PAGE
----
The fact that they send for Jesus means Lazarus is not just sick; he is dying. And the fact that Jesus does not come is disgraceful. It does not matter that Jesus’ life would be in danger if he comes; he must come, but he does not.
Jesus’ absence makes us wrestle with the fact that Jesus has a purpose greater than his obligation to us.
I have a friend (who is a pastor) who told me about a beloved member of his parish, the high school football coach in a small town, beloved by the whole town, who got cancer. As he struggled with the diagnosis he asked my friend if God was going to heal him. And my friend said, “It depends on what will serve God’s purpose.” And as soon as he said it, my friend was aghast that he had said such a thing; it’s not the kind of thing they teach you in the Seminary in your classes and training for pastoral care. But it turned out to be exactly what this man needed to hear. It set him free to live or to die – whichever came, he would to it to the glory of God. My friend said this coach touched a lot of lives before he died, and the example of his faith had an amazing impact on the whole town.
God has a purpose higher than the obligations of friendship – though he has called us his friends.
So, Jesus waits. And he says to his followers, “This sickness is not unto death.” And again, “Lazarus is sleeping.” Jesus knows that through Lazarus, God will bear witness that in Jesus the life of the world is present. In the presence of Jesus, death is but a sleep. Death has lost its power to extinguish life. Death has lost its power to cut us off from him who is our source and goal, our Alpha and Omega, our beginning and end.
I am always amazed at the vitality of the natural world, the deep and profound drive towards life in all things, but it struck me with particular power when I was in Detroit. Detroit was so dominated by grey skies and boarded up buildings and windows with bars. The whole environment seemed dark. I used to joke that the primary industry in Detroit was fear. Every store, every church, every parking lot had a security guard. One of the members of the church planted flowers in her front yard and someone came that night and stole them. There were houses where the lawns and homes were very well tended – in fact many, if not most of them – but you didn’t find the flowers and rose bushes and landscaping we take for granted.
Death and its shadow was all too common. There was not a child in the Sunday School who had not had someone close to them die, often violently. Nevertheless, even if it was just weeds growing in the alley, we were surrounded by this incredible drive towards life that is written into the very fabric of creation. In places where you least expected it, brilliant wildflowers would bloom. All of that intense vitality, that profound force for life, is present in Jesus. He is life. He is the life of the world. He is life for Lazarus. He is life for my brother Ken. He is life for my daughter Anna. He is life for our own Martha. He is life for Nancy. He is life for every one of us laid into the ground. And he is life for us now. All that creating and recreating power is leashed anew upon the world in this Jesus of Nazareth. All that thriving vital reality is present to us – not only to call us forth from the grave in that day when all things are made new, but to call us forth into God’s radical and radiating and transformative life now. Jesus is our resurrection and our life.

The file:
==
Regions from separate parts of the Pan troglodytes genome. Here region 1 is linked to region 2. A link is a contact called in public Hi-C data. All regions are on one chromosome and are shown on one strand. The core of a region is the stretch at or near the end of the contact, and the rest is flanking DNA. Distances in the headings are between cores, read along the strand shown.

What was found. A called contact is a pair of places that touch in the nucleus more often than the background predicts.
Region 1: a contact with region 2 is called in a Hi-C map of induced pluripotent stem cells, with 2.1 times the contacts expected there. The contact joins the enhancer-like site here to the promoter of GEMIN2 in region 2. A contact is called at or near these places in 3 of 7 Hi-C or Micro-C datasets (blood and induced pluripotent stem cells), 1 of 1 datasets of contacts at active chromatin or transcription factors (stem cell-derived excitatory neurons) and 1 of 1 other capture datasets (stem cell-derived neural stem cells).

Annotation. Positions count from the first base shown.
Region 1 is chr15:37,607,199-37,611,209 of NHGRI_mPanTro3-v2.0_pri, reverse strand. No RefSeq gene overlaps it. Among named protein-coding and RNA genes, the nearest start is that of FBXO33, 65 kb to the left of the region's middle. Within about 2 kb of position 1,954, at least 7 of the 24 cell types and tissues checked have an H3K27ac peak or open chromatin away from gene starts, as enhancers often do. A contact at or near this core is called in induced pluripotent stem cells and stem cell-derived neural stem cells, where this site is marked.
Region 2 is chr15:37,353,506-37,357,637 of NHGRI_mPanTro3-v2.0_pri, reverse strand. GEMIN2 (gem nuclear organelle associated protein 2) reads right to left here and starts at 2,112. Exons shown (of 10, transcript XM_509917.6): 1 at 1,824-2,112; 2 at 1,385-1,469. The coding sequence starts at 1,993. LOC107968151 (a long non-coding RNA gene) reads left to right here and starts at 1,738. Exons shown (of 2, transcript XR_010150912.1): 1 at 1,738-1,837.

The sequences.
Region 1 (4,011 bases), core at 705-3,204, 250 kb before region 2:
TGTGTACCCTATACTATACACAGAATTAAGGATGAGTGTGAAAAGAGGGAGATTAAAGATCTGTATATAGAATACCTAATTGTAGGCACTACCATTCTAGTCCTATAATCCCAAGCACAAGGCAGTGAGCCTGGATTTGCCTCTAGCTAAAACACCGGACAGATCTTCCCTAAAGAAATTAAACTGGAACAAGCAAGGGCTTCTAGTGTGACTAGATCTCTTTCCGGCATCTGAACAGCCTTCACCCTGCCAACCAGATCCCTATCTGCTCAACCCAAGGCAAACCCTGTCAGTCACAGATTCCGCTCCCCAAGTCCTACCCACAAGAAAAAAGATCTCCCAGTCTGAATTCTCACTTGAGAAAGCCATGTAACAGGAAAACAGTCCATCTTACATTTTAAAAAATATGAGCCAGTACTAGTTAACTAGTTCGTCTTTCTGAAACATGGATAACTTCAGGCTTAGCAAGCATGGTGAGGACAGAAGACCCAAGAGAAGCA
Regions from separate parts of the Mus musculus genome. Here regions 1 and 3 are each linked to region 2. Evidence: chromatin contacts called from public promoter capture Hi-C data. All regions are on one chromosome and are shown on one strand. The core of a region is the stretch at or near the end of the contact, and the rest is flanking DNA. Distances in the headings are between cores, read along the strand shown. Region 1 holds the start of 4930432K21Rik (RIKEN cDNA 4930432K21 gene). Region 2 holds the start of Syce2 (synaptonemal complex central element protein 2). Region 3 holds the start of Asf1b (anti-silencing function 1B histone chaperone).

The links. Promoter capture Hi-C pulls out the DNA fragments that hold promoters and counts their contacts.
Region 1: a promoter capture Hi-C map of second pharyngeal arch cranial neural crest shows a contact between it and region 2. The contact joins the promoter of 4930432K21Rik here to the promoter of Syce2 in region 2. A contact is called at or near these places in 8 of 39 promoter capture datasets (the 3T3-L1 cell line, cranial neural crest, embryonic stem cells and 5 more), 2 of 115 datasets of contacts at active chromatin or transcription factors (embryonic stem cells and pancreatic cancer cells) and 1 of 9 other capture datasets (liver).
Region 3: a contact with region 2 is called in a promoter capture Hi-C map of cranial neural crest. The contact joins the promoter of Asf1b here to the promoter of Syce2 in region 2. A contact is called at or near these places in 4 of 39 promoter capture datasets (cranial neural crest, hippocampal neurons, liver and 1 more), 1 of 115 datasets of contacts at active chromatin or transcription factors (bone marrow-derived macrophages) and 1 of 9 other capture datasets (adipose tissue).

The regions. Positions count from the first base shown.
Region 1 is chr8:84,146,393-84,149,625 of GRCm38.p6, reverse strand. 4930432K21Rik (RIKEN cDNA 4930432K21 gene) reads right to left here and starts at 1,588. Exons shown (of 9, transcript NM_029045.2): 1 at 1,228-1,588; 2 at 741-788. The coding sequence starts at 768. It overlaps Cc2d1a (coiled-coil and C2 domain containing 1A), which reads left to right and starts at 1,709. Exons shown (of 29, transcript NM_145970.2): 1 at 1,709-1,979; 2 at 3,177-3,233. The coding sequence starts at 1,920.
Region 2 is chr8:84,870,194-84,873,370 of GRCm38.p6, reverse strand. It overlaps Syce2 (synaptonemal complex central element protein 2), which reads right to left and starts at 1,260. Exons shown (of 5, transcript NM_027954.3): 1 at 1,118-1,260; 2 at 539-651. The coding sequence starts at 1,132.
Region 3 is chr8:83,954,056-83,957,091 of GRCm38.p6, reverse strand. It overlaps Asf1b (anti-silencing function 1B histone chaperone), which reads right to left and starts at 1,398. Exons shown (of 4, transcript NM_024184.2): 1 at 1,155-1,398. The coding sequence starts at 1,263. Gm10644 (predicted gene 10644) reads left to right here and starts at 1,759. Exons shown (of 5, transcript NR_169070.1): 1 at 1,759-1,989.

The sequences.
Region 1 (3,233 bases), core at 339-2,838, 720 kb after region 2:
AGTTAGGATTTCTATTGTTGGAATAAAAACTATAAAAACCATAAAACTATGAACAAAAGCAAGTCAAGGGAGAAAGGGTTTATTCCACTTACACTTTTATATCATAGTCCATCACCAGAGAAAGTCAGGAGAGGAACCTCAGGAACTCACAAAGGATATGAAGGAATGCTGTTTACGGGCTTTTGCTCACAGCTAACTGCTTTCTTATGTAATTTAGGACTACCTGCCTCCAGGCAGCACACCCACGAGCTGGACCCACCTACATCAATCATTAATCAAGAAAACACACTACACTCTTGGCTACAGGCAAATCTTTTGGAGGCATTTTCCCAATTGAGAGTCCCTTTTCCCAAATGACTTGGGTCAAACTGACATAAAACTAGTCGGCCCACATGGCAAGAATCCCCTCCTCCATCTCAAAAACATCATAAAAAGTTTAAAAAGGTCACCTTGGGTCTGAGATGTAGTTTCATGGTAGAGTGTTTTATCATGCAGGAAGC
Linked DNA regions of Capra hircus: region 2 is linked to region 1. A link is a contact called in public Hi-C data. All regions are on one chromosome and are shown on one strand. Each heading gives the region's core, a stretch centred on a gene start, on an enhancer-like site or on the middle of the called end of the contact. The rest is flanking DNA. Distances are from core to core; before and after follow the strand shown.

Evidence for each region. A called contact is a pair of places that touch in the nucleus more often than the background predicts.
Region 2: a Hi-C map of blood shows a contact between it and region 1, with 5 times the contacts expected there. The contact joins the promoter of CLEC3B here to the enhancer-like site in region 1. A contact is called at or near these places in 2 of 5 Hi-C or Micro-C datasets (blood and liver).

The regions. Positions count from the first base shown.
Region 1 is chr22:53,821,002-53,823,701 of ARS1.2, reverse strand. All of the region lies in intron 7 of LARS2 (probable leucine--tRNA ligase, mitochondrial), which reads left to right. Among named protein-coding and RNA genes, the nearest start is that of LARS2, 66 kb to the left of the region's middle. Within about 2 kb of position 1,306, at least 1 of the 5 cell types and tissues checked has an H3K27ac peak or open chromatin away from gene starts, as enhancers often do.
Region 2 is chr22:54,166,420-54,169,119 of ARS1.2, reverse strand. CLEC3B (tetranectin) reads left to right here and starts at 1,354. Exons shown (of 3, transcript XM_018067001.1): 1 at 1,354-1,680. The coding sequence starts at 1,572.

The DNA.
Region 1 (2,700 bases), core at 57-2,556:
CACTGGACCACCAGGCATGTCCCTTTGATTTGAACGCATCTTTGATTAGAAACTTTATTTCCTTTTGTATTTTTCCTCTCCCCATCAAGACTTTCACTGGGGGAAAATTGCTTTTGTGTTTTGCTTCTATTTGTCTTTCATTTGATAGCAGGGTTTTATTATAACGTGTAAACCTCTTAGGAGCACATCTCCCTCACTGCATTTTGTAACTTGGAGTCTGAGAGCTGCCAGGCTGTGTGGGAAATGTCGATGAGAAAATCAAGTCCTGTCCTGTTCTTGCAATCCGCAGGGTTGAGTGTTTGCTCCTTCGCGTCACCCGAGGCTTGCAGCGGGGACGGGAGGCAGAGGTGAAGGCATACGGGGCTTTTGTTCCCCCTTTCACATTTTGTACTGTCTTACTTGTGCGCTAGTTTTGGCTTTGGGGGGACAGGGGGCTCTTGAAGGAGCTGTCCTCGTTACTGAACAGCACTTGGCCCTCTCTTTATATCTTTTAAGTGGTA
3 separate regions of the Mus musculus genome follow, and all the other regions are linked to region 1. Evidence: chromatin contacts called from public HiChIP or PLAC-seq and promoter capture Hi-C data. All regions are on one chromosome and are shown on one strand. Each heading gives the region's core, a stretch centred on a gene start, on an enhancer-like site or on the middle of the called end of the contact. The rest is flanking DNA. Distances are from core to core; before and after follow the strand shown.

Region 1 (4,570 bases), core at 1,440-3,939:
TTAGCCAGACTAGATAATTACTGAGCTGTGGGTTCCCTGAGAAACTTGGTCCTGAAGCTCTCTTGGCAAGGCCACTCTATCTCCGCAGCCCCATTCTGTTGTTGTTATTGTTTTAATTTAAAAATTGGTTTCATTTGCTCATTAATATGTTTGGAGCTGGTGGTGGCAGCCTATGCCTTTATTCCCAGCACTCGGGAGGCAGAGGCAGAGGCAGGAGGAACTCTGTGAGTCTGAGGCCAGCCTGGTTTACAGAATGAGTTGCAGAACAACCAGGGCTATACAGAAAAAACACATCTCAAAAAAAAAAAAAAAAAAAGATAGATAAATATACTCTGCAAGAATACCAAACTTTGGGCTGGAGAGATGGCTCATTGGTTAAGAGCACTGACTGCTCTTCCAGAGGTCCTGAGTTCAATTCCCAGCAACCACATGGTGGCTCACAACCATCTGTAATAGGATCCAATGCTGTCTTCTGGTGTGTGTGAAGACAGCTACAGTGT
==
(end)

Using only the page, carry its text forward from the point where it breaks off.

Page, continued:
Through Lazarus – and through us – God bears witness that in Jesus the life of the world is present.
We are God’s friends. But God’s purpose is greater than friendship. God’s purpose is our participation in his life. Now and forever.
A shared salvation
Another feature of the story that we don’t see right away is that Jesus brings salvation not just to Lazarus, but to Mary and Martha.
There is no mention of parents in this story. Mary seems to be the head of the household. Mary and Martha are unmarried sisters with an unmarried younger brother. In their society, Lazarus is the one who would represent the family in public. With his death, Mary and Martha become like widows. They lose their place in the society around them.